Editorial: Seeds, the Alpha and Omega of Agriculture

In the beginning of agricultural history, even before the advent of cultivation, seeds were gathered by women and men from trees, bushes, and grasses. Later there were farmers to sow the seeds and harvest the plants they nurtured. In time engineers designed farm machinery, and leading agronomists were those who were experts in chemistry. More recently, it seemed that agricultural economists and plant breeders were poised to take over the world. Throughout this evolution, the life cycles of many food crops have centered upon a neat, unchanging phenomenon: that a single seed multiplies to hundreds more.

Today many of the world's farmers face a major challenge to sustainable food production: the proliferation of hybrid varieties, seed which must be purchased year after year. This challenge is reflected in the monikers that identify new cultivars and hybrids, initials and numbers like LM27 or J1655. These names are functional, almost robotically so, derived from a clinical dedication to resolving world hunger. Yet they seem to be missing an essential cultural element. Our modern challenge is to rediscover the culture in agriculture often veiled by an ignorance of traditional knowledge. Such knowledge is most vibrant with respect to local seed varieties.

Nothing excites farmers more, agronomically speaking, than seeds. Yet the vast majority of farmers worldwide have certainly not behaved enthusiastically with respect to adoption of new crop cultivars and hybrids. For the most part new varieties have been slowly accepted. Farmers' reluctance to embrace new cultivars is not due to laggard mentality. Their reasons cover a broad range but, most fundamentally, when farmers resist adopting new cultivars, they are resisting loss of control over household production systems.

The management of natural resources for food production - lakes and rivers for fish, forests for multiple use, and savannas for livestock - cannot be reduced to manipulating a few variables. Like the ecosystems in which farms are managed, farmers' seed selection criteria are complex. The culture of agriculture does not accommodate simplification, because the culture of agriculture is about people. Thus the availability of labor for sowing is important in seed selection. Processing and cooking time for cereal grains counts. Taste is important. This is also why discussing seeds with farmers may be most effective if cultivar names and traits were designated in farmers' languages. Use of farmers' language terms would enable crop breeders to view seed issues through farmers' eyes, as do several con-tributing authors to this edition of the Ag-Sieve.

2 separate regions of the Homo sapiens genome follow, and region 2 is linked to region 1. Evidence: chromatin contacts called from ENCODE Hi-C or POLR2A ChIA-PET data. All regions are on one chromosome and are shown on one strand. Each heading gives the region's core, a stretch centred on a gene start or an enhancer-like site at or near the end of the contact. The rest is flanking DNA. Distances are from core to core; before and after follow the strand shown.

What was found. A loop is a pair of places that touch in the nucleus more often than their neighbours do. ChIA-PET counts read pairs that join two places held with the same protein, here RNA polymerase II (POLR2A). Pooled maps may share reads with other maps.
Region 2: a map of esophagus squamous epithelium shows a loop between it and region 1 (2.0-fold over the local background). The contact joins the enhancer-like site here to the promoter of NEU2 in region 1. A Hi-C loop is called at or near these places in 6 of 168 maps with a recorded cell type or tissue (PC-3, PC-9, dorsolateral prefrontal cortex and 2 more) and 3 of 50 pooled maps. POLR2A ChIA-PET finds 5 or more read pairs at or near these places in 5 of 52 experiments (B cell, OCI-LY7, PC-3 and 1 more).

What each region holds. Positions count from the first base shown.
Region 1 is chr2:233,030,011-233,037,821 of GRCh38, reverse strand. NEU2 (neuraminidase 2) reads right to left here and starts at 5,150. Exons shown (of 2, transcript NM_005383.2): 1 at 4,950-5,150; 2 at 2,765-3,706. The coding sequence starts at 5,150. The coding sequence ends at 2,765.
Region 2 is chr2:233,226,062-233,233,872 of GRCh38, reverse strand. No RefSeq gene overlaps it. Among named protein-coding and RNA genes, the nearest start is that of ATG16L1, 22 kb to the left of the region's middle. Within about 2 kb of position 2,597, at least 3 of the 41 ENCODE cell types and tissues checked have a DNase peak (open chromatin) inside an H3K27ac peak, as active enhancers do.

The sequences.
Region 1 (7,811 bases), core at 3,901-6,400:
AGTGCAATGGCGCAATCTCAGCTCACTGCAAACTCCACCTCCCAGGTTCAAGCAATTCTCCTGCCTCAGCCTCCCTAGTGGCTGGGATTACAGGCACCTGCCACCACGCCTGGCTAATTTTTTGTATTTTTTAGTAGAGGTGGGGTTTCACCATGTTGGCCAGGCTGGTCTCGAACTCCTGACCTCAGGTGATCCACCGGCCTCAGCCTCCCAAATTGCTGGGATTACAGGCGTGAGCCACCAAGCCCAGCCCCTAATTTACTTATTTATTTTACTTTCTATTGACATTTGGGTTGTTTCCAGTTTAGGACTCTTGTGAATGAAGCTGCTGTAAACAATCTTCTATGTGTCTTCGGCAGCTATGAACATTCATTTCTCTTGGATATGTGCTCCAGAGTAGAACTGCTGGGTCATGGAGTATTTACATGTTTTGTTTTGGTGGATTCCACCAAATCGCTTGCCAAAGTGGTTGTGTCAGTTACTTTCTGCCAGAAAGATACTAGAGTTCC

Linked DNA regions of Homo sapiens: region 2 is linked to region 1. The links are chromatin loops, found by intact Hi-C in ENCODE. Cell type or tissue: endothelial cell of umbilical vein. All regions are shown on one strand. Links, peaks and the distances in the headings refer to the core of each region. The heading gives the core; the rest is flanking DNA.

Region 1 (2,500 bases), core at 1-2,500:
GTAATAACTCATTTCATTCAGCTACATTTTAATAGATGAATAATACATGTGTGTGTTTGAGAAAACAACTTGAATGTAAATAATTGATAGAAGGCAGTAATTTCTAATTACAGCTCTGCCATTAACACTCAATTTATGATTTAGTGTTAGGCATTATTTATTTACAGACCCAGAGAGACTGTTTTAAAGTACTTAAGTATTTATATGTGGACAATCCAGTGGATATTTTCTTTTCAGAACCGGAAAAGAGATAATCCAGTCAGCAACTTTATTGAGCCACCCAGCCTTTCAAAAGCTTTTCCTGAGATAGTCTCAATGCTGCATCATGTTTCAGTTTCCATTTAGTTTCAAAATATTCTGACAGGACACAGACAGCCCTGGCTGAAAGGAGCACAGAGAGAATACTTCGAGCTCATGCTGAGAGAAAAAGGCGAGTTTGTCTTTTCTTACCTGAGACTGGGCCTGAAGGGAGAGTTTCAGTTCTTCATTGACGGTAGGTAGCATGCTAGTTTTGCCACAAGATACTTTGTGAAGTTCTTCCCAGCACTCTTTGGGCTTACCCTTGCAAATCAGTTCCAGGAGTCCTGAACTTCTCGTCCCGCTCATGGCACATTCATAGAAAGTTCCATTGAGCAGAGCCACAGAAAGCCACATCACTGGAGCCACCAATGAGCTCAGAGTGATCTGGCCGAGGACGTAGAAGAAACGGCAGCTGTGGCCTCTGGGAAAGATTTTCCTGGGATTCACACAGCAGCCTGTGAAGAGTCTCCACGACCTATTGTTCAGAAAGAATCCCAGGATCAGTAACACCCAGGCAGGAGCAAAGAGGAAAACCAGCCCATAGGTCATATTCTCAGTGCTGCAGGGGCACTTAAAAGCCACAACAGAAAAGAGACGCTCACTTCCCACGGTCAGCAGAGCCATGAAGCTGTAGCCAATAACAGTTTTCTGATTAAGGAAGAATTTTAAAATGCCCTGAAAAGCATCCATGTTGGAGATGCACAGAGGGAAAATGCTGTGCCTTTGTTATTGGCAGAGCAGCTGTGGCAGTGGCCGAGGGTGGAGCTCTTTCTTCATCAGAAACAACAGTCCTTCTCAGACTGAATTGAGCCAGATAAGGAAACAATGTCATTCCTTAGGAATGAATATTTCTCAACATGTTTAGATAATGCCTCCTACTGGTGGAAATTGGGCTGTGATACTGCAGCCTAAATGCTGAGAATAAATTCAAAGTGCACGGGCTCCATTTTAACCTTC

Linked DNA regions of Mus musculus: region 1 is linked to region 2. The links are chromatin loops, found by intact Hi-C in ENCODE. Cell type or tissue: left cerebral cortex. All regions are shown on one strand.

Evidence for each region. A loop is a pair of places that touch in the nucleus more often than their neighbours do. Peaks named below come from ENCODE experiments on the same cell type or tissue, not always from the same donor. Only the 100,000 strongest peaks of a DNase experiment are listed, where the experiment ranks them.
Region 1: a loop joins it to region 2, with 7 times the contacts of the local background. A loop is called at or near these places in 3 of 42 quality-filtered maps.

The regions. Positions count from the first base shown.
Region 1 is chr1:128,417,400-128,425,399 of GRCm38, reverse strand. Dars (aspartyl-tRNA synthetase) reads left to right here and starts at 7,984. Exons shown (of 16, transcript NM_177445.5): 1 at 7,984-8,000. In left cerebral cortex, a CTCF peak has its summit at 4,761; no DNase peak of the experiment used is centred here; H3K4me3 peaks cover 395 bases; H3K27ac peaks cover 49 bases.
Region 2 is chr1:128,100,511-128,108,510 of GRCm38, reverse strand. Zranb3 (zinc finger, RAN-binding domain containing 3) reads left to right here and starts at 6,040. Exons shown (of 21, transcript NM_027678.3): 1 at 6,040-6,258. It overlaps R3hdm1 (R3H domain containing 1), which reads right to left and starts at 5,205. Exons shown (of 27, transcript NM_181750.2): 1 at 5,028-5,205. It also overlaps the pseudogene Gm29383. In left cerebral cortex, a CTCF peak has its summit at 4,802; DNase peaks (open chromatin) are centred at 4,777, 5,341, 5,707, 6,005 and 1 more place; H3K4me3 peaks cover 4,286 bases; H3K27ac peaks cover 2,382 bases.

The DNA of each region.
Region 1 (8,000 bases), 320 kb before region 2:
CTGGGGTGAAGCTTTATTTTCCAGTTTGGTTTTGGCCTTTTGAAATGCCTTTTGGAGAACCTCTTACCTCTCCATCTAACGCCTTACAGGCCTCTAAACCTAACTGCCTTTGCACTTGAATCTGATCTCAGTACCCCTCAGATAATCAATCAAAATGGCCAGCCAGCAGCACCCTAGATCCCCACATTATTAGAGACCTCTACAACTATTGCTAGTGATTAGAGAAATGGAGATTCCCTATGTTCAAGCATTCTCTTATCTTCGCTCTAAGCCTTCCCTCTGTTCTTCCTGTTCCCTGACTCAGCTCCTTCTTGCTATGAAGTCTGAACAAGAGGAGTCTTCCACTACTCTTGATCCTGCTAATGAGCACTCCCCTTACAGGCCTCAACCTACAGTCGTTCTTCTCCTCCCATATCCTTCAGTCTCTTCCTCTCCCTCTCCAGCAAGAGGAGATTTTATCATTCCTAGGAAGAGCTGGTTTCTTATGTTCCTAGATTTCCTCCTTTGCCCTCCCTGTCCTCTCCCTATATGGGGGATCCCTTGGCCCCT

Annually and perennially, seeds are the beginning and end of food production. While habitat destruction is a primary cause of biodiversity loss, ignorance of local knowledge about crop seeds is a major perpetrator of germplasm loss. Maintenance of genetic diversity will help sustain the crop landraces vital to millions of peoples' food security. When seed diversity is diluted, crops become vulnerable to failure. When crops fail, communities wither, societies perish. To help us avert such tragedy, to avoid global adversity . . . just think diversity.